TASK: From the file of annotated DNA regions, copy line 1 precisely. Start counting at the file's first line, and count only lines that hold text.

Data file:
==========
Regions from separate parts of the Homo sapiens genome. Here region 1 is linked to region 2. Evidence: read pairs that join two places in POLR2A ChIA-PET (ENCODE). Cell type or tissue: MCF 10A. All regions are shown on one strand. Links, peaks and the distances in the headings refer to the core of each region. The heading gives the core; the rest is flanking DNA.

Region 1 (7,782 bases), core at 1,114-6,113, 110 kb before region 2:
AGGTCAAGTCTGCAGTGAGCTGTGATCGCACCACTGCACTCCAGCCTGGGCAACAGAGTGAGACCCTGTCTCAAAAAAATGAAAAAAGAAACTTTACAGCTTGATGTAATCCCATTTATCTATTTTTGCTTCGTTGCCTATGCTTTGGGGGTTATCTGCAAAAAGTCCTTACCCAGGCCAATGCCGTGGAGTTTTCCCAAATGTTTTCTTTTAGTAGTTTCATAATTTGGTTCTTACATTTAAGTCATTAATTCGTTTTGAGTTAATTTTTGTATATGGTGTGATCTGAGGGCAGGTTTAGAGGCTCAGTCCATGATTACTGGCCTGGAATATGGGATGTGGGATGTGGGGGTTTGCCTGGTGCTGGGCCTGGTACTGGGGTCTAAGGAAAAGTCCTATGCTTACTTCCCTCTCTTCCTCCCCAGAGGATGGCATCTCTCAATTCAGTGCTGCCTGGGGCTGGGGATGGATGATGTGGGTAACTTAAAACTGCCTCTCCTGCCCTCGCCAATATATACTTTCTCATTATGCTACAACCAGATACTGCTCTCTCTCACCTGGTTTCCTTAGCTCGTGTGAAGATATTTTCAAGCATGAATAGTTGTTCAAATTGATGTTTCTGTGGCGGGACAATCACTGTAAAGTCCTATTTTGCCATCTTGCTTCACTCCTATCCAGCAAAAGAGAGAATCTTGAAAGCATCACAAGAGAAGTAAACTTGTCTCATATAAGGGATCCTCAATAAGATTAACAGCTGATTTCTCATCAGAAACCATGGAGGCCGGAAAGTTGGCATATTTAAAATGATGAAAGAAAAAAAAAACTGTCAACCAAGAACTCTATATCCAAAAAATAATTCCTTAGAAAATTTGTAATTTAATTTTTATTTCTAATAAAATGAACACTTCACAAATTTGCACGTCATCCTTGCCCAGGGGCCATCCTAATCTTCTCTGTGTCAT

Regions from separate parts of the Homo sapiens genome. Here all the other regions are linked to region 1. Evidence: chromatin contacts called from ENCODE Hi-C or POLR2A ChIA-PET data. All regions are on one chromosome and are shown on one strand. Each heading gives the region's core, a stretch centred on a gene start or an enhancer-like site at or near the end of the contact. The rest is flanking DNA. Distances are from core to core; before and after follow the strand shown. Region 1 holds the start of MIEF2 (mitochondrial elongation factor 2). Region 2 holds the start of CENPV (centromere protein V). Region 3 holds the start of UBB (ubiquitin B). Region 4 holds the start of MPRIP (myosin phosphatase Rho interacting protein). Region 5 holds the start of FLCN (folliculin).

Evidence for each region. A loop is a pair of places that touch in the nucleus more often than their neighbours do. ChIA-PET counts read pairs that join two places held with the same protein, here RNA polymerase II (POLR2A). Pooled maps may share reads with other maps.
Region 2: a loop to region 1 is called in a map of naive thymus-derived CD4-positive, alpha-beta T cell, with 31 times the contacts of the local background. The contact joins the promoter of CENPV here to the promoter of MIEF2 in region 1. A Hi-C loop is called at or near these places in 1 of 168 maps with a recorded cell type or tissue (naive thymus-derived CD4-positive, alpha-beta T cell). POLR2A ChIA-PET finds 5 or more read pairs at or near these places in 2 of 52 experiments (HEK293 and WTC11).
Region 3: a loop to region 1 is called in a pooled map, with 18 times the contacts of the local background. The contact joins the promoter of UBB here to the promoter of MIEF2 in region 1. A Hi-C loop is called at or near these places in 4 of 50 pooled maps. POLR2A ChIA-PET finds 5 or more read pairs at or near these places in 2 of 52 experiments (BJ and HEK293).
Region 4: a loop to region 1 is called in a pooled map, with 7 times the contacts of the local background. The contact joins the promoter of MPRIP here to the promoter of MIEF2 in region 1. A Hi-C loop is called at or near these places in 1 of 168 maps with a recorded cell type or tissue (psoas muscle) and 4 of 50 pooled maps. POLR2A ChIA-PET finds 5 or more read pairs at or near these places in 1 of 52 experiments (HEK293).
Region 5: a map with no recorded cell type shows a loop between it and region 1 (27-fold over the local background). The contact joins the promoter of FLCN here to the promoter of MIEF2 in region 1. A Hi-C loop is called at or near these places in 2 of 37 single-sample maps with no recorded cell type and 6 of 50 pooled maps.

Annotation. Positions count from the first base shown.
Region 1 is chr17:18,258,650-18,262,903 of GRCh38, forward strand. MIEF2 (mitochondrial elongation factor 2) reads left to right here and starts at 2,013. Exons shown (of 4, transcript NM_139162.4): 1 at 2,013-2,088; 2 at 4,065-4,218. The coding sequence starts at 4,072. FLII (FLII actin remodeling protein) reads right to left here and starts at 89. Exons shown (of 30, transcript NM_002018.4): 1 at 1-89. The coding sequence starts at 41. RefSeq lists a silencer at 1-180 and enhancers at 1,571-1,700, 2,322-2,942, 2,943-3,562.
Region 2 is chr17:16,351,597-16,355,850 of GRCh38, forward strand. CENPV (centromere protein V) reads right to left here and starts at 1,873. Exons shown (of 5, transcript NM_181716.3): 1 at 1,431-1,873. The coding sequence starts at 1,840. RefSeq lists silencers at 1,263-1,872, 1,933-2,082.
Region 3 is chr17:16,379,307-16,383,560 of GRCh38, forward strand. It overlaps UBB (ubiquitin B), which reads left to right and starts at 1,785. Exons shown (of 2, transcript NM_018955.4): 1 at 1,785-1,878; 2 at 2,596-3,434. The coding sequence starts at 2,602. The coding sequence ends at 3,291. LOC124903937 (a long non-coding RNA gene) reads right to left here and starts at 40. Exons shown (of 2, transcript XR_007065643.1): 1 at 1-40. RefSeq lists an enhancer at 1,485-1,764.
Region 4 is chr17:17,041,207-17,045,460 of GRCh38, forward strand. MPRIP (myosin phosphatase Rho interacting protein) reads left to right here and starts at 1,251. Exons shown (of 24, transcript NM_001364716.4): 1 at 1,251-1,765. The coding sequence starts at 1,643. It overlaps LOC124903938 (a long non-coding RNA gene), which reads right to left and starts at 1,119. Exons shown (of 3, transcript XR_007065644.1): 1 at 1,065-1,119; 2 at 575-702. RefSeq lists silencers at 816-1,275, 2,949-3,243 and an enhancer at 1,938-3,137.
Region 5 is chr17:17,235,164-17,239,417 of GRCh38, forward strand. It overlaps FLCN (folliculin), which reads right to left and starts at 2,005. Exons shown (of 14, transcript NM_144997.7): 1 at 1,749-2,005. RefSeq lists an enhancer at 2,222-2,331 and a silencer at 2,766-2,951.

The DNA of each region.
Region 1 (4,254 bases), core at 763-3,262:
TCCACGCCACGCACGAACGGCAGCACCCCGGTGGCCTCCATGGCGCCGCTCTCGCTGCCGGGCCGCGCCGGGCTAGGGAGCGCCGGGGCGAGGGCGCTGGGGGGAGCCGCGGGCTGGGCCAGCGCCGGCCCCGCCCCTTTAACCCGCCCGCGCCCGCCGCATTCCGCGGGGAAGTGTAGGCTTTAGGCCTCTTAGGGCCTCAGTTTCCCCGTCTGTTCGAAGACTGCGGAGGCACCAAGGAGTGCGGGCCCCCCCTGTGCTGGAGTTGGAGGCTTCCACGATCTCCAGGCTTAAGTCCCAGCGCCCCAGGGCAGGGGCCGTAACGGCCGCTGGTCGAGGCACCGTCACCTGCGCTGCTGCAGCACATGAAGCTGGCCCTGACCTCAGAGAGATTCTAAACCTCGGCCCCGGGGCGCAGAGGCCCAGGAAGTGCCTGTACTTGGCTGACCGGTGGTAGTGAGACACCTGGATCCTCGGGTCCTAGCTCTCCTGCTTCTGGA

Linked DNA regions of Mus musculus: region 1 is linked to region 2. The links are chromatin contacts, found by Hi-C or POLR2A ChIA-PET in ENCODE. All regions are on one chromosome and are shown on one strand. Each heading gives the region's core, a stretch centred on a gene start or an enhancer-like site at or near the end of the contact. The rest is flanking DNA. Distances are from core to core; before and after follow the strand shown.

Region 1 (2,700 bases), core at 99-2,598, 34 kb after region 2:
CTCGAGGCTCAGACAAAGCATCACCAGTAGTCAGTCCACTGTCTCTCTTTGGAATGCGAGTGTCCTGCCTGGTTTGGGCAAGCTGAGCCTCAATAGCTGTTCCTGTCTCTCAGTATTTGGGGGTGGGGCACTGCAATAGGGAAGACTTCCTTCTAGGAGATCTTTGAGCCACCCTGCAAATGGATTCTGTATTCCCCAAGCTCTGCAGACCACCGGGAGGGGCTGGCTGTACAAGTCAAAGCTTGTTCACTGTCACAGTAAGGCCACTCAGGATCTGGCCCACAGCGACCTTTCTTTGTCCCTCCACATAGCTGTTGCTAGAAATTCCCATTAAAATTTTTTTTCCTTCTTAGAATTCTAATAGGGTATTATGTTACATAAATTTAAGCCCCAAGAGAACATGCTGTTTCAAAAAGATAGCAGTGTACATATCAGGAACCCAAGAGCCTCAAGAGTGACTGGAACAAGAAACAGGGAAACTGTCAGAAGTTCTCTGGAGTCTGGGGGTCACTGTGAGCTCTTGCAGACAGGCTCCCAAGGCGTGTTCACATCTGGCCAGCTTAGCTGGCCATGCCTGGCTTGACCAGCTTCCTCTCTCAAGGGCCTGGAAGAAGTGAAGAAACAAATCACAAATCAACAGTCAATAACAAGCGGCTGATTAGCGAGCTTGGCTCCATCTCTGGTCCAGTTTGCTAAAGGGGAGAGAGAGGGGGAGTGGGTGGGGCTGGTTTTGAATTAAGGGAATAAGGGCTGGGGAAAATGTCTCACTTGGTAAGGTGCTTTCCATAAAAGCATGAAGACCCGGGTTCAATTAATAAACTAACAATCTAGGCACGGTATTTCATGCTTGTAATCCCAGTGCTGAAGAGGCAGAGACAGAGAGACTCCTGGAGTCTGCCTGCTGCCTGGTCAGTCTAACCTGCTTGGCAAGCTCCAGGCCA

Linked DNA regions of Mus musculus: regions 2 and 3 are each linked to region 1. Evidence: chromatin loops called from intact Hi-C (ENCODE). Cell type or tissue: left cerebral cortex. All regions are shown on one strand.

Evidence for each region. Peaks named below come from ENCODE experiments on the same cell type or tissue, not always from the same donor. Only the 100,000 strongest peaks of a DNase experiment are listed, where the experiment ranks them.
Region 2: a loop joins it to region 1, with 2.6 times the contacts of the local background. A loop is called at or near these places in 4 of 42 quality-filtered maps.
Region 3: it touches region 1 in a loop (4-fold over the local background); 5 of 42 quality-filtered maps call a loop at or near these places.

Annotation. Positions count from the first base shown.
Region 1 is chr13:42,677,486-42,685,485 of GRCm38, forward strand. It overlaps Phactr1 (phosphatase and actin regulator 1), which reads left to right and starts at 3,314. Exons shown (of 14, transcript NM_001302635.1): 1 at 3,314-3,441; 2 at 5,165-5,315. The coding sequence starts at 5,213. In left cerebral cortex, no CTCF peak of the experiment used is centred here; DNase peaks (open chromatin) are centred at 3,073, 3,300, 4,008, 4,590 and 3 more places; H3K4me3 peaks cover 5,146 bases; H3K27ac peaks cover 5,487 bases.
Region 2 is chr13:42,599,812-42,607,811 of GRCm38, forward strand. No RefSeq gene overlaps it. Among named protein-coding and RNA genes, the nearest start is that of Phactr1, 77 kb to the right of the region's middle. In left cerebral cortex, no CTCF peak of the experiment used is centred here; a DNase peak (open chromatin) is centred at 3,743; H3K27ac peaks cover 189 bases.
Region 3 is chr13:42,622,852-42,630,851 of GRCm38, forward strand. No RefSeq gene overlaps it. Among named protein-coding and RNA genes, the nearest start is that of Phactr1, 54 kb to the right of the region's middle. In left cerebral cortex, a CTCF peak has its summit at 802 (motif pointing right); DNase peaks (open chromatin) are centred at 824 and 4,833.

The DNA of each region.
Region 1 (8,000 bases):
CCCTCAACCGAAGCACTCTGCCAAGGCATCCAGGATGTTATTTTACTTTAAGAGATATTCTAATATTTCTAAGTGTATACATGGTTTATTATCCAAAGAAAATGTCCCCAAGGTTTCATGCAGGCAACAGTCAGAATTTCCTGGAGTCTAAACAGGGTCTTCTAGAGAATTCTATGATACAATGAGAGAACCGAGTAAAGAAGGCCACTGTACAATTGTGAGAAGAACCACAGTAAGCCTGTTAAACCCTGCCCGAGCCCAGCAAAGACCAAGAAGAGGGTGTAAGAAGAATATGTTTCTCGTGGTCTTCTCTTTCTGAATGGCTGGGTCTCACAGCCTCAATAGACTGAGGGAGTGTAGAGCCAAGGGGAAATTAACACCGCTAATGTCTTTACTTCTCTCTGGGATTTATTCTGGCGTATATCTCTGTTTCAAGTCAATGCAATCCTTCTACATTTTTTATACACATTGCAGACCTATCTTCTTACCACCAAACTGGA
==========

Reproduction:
Regions from separate parts of the Homo sapiens genome. Here region 1 is linked to region 2. Evidence: read pairs that join two places in POLR2A ChIA-PET (ENCODE). Cell type or tissue: MCF 10A. All regions are shown on one strand. Links, peaks and the distances in the headings refer to the core of each region. The heading gives the core; the rest is flanking DNA.